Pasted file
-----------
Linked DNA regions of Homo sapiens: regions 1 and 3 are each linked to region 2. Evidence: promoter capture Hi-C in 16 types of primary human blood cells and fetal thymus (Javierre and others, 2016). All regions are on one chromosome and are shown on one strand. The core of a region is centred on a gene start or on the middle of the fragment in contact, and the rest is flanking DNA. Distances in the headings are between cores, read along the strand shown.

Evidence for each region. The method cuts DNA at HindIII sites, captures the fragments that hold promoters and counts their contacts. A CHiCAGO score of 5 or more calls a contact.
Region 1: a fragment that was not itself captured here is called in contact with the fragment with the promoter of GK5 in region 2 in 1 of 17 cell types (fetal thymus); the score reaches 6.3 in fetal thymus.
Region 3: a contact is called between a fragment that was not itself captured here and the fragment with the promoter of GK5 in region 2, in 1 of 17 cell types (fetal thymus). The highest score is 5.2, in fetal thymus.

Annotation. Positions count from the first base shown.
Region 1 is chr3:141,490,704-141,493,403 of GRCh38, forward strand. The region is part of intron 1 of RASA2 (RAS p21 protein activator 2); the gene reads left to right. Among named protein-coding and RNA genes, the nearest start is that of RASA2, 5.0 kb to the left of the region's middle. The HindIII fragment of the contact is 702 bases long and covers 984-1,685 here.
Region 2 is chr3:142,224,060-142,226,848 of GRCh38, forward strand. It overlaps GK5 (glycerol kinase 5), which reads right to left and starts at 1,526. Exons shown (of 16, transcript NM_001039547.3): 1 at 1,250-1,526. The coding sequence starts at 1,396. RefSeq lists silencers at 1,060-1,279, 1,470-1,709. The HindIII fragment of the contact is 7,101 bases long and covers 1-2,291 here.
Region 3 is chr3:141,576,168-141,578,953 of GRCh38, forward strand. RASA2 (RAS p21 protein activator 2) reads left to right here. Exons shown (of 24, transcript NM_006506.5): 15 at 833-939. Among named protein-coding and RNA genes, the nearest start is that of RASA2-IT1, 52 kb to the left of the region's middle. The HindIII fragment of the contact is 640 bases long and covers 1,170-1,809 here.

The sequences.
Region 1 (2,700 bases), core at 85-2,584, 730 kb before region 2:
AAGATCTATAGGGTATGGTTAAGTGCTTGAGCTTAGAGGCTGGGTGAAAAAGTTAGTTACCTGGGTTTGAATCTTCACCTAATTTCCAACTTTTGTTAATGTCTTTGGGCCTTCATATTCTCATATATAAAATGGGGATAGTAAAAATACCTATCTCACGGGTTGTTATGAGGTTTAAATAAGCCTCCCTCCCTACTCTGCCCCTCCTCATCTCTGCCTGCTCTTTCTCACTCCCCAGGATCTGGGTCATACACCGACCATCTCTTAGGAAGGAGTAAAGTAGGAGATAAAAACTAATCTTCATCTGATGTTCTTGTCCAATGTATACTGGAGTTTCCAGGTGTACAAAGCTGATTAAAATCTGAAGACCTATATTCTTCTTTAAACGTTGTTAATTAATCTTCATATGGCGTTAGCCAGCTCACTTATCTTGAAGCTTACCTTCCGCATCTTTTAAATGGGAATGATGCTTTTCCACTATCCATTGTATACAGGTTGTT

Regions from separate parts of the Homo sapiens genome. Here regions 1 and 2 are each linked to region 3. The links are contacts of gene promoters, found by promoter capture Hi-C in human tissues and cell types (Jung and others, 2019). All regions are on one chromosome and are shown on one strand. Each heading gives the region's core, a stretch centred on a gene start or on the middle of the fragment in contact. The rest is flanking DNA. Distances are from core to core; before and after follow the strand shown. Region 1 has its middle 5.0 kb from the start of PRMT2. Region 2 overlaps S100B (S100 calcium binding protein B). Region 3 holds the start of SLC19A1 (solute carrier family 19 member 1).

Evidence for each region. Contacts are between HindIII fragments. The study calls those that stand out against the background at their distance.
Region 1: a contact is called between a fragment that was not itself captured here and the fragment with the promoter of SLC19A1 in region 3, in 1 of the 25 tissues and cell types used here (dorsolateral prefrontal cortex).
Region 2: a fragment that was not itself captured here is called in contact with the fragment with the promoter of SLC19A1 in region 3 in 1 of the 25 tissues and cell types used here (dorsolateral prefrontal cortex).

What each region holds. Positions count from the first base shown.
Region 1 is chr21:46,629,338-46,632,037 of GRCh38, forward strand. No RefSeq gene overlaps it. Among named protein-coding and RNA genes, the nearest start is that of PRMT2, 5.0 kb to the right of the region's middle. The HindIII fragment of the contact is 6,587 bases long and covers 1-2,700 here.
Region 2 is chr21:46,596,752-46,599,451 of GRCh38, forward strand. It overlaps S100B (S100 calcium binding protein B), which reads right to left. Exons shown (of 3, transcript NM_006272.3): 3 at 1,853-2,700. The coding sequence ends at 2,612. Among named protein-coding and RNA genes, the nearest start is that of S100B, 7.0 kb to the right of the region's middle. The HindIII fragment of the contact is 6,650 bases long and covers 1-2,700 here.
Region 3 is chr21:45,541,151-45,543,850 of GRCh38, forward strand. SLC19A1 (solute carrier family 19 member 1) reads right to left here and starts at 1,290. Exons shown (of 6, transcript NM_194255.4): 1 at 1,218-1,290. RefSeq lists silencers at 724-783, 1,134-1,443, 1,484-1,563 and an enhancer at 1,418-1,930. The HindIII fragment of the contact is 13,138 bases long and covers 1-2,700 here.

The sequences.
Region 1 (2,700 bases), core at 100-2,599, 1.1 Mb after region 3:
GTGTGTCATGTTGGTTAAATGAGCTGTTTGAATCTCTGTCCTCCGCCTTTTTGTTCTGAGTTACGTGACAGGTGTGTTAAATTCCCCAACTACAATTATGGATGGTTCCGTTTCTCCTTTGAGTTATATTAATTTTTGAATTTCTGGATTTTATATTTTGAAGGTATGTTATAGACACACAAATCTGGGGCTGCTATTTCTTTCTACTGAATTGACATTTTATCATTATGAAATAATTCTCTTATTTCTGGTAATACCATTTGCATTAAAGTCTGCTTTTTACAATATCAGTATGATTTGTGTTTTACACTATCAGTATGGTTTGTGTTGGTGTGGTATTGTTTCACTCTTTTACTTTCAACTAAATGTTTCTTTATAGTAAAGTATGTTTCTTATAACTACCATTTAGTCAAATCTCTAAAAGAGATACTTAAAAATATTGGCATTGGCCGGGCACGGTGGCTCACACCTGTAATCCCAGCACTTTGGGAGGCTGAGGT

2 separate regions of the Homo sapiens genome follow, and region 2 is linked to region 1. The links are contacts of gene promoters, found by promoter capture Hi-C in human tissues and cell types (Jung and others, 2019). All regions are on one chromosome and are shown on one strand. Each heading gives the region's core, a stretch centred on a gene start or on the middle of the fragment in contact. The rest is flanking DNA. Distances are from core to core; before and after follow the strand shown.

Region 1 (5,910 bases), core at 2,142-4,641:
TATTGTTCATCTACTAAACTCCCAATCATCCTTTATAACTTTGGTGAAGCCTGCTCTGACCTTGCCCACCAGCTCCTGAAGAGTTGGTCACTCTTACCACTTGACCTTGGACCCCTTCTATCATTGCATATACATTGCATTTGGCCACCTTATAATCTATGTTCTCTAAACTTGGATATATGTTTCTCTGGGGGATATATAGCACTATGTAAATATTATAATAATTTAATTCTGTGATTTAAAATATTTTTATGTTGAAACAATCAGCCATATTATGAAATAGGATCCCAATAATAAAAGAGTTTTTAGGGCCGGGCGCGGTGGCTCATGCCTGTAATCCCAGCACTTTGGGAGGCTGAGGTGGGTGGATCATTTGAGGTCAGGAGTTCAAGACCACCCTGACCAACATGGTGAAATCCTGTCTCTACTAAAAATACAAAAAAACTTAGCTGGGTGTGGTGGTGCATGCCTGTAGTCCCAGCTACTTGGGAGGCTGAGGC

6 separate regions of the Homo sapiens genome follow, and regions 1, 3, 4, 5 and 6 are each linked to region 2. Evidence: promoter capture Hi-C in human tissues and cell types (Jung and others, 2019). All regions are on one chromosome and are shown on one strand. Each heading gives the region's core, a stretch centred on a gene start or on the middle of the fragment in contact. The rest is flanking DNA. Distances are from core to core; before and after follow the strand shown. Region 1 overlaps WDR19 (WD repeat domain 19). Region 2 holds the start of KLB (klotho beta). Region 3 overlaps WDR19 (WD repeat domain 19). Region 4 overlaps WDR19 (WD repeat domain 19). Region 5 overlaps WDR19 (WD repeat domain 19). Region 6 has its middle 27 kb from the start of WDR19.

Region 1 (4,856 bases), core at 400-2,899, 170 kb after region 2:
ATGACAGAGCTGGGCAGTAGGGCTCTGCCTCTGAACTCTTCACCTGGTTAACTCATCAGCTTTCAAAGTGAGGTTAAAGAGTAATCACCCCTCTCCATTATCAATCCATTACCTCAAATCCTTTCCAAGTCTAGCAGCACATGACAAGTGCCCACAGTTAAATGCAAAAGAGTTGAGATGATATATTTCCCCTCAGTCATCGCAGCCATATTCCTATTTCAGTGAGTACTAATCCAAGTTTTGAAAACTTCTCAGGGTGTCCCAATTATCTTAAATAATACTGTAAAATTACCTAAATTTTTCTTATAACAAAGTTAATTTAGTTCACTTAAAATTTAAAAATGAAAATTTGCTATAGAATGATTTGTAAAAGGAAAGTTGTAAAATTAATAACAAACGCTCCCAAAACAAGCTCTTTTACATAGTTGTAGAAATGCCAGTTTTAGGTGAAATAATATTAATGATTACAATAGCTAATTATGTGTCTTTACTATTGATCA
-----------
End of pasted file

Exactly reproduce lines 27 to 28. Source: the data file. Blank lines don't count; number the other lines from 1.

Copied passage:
Region 1 (4,856 bases), core at 400-2,899, 170 kb after region 2:
ATGACAGAGCTGGGCAGTAGGGCTCTGCCTCTGAACTCTTCACCTGGTTAACTCATCAGCTTTCAAAGTGAGGTTAAAGAGTAATCACCCCTCTCCATTATCAATCCATTACCTCAAATCCTTTCCAAGTCTAGCAGCACATGACAAGTGCCCACAGTTAAATGCAAAAGAGTTGAGATGATATATTTCCCCTCAGTCATCGCAGCCATATTCCTATTTCAGTGAGTACTAATCCAAGTTTTGAAAACTTCTCAGGGTGTCCCAATTATCTTAAATAATACTGTAAAATTACCTAAATTTTTCTTATAACAAAGTTAATTTAGTTCACTTAAAATTTAAAAATGAAAATTTGCTATAGAATGATTTGTAAAAGGAAAGTTGTAAAATTAATAACAAACGCTCCCAAAACAAGCTCTTTTACATAGTTGTAGAAATGCCAGTTTTAGGTGAAATAATATTAATGATTACAATAGCTAATTATGTGTCTTTACTATTGATCA